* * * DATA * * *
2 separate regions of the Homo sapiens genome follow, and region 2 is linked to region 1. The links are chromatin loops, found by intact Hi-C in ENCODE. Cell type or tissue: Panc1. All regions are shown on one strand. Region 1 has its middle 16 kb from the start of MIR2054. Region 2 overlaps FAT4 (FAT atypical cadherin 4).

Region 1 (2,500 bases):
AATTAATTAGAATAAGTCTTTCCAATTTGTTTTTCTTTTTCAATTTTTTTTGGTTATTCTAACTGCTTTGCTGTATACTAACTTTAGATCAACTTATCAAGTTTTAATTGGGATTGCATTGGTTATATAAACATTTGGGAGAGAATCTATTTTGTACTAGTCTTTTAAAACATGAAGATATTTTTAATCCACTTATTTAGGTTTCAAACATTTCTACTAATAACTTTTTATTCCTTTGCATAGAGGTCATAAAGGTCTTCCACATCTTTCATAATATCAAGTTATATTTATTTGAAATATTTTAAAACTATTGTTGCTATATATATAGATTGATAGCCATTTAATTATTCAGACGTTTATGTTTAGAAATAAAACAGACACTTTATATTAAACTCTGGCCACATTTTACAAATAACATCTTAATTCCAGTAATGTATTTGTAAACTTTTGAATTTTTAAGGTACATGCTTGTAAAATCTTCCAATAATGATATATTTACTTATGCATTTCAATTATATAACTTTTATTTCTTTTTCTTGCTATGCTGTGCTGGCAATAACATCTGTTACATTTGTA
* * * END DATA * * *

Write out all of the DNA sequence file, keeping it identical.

2 separate regions of the Homo sapiens genome follow, and region 2 is linked to region 1. The links are chromatin loops, found by intact Hi-C in ENCODE. Cell type or tissue: Panc1. All regions are shown on one strand. Region 1 has its middle 16 kb from the start of MIR2054. Region 2 overlaps FAT4 (FAT atypical cadherin 4).

Region 1 (2,500 bases):
AATTAATTAGAATAAGTCTTTCCAATTTGTTTTTCTTTTTCAATTTTTTTTGGTTATTCTAACTGCTTTGCTGTATACTAACTTTAGATCAACTTATCAAGTTTTAATTGGGATTGCATTGGTTATATAAACATTTGGGAGAGAATCTATTTTGTACTAGTCTTTTAAAACATGAAGATATTTTTAATCCACTTATTTAGGTTTCAAACATTTCTACTAATAACTTTTTATTCCTTTGCATAGAGGTCATAAAGGTCTTCCACATCTTTCATAATATCAAGTTATATTTATTTGAAATATTTTAAAACTATTGTTGCTATATATATAGATTGATAGCCATTTAATTATTCAGACGTTTATGTTTAGAAATAAAACAGACACTTTATATTAAACTCTGGCCACATTTTACAAATAACATCTTAATTCCAGTAATGTATTTGTAAACTTTTGAATTTTTAAGGTACATGCTTGTAAAATCTTCCAATAATGATATATTTACTTATGCATTTCAATTATATAACTTTTATTTCTTTTTCTTGCTATGCTGTGCTGGCAATAACATCTGTTACATTTGTA